National Cancer Day gives survivors occasion to celebrate life
June 19, 2009
By L.A. Shively
- 3rd Annual National Cancer Survivors Day 2009 at Brooke Army Medical Center, June 6
- Sharing courage, strength and stories of endurance, patients, Family members and friends celebrated life
- A cancer "survivor" is anyone living with a history of cancer, from diagnosis through the remainder of life
- Garrison Commander Col. Mary Garr, keynote speaker shared her personal story of cancer survival
FORT SAM HOUSTON, Texas -- Sharing courage, strength and stories of endurance, nearly 1,000 patients, Family members and friends celebrated life during the 3rd Annual National Cancer Survivors Day 2009 at Brooke Army Medical Center, June 6.
According to the National Cancer Survivors Day Foundation, a cancer "survivor" is anyone living with a history of cancer, from diagnosis through the remainder of life.
"As frail as the human body is, the spirit is strong. Cancer treatment is more than a process, it is a life-long commitment," said Brig. Gen. Joseph Caravalho, Jr., commander, Great Plains Regional Medical Command and BAMC, during his opening remarks.
"Cancer treatment is a very difficult time," said Patricia Babin, co-chair for the San Antonio Military Medical Center Cancer Care Committee and chief of the Tumor Registry Service. "The fact that (cancer survivors) are still here is very important and an indicator of the quality of care here."
Babin explained the celebration gives survivors a chance to meet one another and know they are not alone.
Al Walker, a Vietnam and Korean War veteran, was diagnosed with cancer and started treatment at BAMC in 1989. The diagnosis changed him.
"I improved my lifestyle and my diet and the cancer has not returned," Walker said. "At 75, I don't take aspirin and have no reason to be sick." Walker attended the BAMC Cancer Survivors Day event to meet and encourage others.
Yolie Kruizenga was diagnosed with a rare form of cancer. "I'm a case study," she laughs, adding nonchalantly, "It's one of those things. I never once asked, 'Why me''"
Jeanette Haygood, a former employee with Fort Sam Houston's Family and Morale, Welfare and Recreation, was diagnosed twice, once in 2006 and again last year. She said she credits her doctors at BAMC for her positive outlook.
"I'm a lucky person because of this hospital. I never give up and these doctors never give up on you - these docs do things no one else can. They pull you through the darkest days. If you have to come down with cancer, BAMC is the place to come. We get the very best care here."
Haygood's diagnosis and treatment led her to an unusual coincidence. She was recognized at Wilford Hall Medical Center by Bill Deal, who had been the first sergeant at the 6950th Security Wing at Chicksands Air Force Base in Bedfordshire, England during the Vietnam War, in 1967. Haygood returned home to England while her husband Don was assigned to Southeast Asia. Deal was instrumental in allowing Haygood to receive her husband's mail, which had been unreasonably confiscated. Forty-one years later Haygood, her husband Don, Deal and his wife Villma were all at WHMC Oncology. The real kicker was that Haygood and Villma Deal were both from Bedfordshire, grew up miles apart, but finally met as a result of cancer treatment.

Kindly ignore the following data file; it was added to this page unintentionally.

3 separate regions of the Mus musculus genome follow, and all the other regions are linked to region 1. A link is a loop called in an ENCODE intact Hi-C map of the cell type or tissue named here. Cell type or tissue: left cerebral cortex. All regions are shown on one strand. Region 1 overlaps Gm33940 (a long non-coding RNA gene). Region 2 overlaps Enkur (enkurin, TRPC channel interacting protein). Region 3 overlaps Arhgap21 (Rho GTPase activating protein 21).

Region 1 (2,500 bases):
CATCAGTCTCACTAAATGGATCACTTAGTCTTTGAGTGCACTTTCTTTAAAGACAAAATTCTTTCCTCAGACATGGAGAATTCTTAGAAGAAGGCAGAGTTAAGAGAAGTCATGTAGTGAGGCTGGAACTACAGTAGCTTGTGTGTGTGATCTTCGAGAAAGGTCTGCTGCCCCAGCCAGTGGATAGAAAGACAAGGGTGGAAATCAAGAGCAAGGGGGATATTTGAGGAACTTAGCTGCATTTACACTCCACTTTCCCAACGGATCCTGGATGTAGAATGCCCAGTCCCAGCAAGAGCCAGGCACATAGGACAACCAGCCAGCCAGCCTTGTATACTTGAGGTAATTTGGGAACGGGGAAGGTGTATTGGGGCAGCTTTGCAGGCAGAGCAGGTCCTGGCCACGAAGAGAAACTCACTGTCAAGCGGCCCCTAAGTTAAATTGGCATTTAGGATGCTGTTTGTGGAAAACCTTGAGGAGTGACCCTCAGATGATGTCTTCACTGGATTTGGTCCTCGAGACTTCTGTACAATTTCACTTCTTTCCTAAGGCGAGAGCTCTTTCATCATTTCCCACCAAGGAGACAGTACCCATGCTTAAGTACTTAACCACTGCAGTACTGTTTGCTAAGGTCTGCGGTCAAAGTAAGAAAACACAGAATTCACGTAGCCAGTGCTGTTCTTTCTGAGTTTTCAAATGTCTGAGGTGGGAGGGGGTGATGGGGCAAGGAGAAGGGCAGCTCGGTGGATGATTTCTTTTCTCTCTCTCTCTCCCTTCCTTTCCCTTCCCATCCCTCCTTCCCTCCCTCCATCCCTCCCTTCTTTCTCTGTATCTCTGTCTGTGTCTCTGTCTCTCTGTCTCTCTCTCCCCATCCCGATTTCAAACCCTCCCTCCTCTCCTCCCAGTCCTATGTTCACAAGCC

"This is wonderful because I am around people with similar concerns and to hear success stories puts me on top of the world," said Deal. A simple cough led to her diagnosis. She was devastated, but Deal's treatment has left her cancer free. Her daughter, Sherry McCallum, is thrilled.
"She's my whole life," said McCallum.
"It's fun to see my patients here and celebrate with them," said Col. George Peoples, Chief Surgical Oncology and chairman for SAMMC's Cancer Care Committee.
"You can survive and move on successfully," said Garrison Commander Col. Mary Garr, keynote speaker. She then related her personal story of cancer survival.
Garr's diagnosis was a surprise. Groggy from the medication after a routine colonoscopy, she woke to see her husband at her bedside. He'd been called from the field by her surgeon who discovered a large and what appeared to be malignant lump, although follow-up tests returned negative. Garr experienced no symptoms during, what her surgeon estimated, two to four years the tumor grew.
Chemotherapy followed surgery and intense side effects sidelined her career, her life. "I couldn't take care of myself, let alone my Family," Garr recalled. "Thank God for the support of my Army Family." Colleagues brought meals to her Family for the six months she endured treatment.
After the chemotherapy Garr was cancer free. "My nine year anniversary will be Aug. 24," she said. Her battle with cancer left her adamant about saving lives through preventative care. "Get your screenings now," Garr insists.
Garr closed her remarks commending those celebrating survivorship. "We will conquer cancer one day. Each one of us who lives longer than the statistics say, proves statistics are just numbers. It's our job to beat them and give further hope to those yet to be diagnosed."